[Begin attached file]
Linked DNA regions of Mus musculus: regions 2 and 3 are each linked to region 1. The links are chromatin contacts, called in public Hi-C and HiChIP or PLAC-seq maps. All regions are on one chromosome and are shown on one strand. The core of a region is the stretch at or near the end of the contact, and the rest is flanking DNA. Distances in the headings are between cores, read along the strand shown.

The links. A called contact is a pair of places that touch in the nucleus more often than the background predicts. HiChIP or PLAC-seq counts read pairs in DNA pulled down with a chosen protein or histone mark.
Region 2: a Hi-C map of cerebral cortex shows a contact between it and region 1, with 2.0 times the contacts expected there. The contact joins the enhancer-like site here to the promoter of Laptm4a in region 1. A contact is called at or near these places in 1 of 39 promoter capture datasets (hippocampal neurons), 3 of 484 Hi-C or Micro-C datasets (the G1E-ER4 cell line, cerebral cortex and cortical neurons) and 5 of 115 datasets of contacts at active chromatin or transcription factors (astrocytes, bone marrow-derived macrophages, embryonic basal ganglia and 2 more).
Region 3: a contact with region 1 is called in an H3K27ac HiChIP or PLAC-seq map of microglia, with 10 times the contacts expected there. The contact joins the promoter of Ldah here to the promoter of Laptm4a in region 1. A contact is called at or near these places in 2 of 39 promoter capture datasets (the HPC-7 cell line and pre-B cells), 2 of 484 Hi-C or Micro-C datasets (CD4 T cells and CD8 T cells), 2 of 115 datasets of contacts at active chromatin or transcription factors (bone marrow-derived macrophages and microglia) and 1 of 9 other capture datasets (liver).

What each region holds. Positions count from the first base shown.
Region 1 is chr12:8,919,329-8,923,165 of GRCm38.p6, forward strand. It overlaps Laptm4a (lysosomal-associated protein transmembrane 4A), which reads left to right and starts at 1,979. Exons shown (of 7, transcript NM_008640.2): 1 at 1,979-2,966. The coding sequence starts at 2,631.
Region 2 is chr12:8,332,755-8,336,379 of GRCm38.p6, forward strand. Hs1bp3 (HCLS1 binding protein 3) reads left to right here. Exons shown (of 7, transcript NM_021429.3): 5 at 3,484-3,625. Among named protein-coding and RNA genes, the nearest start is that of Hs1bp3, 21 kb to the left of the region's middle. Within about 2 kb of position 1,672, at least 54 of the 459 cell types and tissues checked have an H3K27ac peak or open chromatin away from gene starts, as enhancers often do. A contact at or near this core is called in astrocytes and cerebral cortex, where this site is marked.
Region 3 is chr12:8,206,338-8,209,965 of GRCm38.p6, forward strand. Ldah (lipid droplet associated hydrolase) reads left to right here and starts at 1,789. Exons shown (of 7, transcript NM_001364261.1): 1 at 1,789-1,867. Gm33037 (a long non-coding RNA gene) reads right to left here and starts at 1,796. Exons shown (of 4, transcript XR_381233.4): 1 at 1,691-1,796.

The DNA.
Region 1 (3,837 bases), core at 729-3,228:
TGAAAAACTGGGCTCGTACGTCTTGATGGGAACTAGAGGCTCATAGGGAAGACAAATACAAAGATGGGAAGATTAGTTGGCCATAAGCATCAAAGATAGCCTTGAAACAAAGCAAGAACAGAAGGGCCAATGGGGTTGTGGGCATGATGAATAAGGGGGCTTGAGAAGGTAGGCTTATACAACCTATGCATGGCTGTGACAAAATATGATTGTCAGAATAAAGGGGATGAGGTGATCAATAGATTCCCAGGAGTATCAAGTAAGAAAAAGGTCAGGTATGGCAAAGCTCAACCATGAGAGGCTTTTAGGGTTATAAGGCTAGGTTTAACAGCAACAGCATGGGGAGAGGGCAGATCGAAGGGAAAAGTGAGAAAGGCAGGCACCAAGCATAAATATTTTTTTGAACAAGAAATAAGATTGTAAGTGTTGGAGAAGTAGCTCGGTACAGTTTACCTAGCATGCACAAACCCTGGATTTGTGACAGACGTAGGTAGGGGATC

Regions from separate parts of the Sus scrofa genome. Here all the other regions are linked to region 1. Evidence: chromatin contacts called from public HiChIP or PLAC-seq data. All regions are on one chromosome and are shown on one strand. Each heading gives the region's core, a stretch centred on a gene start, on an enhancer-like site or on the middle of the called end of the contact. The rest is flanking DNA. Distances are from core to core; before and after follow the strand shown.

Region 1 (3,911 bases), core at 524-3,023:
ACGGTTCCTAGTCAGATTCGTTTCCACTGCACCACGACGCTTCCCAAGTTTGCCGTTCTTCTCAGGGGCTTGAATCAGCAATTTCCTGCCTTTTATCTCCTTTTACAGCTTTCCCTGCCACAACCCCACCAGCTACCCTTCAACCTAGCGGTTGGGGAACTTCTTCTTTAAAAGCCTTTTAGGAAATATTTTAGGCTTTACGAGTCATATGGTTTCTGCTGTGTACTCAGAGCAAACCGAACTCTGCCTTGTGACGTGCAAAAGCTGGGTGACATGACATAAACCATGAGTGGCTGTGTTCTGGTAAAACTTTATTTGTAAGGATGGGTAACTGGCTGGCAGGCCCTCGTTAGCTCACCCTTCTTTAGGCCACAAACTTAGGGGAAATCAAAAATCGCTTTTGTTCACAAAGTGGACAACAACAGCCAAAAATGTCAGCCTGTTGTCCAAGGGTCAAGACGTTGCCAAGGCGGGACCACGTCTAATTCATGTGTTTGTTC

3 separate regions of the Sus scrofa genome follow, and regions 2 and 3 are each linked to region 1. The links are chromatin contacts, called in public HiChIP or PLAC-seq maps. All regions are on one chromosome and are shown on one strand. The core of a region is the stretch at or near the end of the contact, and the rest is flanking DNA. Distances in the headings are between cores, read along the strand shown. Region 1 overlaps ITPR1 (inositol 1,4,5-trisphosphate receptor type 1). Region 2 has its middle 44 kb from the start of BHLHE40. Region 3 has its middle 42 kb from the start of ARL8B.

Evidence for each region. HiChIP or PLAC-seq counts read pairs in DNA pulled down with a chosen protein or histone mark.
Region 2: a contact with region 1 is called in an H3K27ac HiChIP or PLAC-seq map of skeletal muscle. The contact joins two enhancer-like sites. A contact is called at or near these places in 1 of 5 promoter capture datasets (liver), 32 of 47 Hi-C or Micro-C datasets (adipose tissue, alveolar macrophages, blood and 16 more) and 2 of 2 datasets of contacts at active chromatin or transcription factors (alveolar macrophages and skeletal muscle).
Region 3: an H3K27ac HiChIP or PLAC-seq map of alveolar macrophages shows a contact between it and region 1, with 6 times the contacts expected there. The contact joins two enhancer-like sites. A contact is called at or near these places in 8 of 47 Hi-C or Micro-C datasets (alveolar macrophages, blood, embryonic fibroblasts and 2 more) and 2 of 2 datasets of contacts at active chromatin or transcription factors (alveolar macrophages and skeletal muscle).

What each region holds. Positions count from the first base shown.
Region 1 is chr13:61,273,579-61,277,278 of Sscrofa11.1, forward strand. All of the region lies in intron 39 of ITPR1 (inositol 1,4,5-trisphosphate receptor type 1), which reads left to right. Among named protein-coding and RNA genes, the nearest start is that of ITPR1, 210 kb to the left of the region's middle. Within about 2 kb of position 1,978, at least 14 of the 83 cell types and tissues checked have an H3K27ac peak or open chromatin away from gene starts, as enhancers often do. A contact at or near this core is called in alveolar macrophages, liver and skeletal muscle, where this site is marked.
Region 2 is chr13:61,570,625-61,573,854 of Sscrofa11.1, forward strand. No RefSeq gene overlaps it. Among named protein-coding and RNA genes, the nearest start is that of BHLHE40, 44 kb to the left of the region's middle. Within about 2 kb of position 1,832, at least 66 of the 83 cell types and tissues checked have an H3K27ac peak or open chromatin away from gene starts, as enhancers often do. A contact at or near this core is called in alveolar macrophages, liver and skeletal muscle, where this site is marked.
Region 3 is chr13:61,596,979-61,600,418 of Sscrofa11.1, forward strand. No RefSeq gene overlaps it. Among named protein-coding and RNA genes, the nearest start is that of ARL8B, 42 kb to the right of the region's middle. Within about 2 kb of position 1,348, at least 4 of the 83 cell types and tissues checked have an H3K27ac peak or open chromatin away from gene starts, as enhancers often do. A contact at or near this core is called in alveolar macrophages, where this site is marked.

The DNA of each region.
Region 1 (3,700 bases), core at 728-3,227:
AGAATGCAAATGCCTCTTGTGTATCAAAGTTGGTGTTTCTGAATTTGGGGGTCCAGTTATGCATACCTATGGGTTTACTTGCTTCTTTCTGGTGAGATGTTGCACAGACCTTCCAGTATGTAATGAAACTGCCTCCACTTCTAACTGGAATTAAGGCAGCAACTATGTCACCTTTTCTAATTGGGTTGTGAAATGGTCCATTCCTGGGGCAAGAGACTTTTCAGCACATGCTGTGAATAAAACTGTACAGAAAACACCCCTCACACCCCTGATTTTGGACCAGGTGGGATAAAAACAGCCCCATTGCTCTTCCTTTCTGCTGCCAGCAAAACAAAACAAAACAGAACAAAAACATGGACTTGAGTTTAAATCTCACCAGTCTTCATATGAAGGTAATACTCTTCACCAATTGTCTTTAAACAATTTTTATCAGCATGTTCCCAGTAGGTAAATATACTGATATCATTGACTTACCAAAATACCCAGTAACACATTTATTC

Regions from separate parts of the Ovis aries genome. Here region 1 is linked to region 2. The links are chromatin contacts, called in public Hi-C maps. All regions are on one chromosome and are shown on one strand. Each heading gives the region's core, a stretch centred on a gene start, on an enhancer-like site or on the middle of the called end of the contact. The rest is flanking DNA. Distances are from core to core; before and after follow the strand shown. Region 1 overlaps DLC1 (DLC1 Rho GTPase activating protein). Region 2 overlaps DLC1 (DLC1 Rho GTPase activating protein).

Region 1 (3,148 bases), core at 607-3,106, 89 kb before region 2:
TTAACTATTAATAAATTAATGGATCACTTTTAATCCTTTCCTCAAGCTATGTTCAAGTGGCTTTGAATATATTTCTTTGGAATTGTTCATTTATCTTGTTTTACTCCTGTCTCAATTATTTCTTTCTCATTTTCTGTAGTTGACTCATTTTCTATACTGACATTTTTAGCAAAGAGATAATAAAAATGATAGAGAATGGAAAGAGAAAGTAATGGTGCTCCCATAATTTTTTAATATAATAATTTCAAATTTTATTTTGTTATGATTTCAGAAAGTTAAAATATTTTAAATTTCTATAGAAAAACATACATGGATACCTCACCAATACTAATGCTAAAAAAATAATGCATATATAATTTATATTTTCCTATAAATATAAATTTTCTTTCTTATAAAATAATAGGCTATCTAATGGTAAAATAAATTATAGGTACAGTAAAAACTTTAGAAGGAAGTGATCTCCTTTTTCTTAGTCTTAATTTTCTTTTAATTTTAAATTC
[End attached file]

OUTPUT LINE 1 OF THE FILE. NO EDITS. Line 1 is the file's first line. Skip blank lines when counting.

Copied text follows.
Linked DNA regions of Mus musculus: regions 2 and 3 are each linked to region 1. The links are chromatin contacts, called in public Hi-C and HiChIP or PLAC-seq maps. All regions are on one chromosome and are shown on one strand. The core of a region is the stretch at or near the end of the contact, and the rest is flanking DNA. Distances in the headings are between cores, read along the strand shown.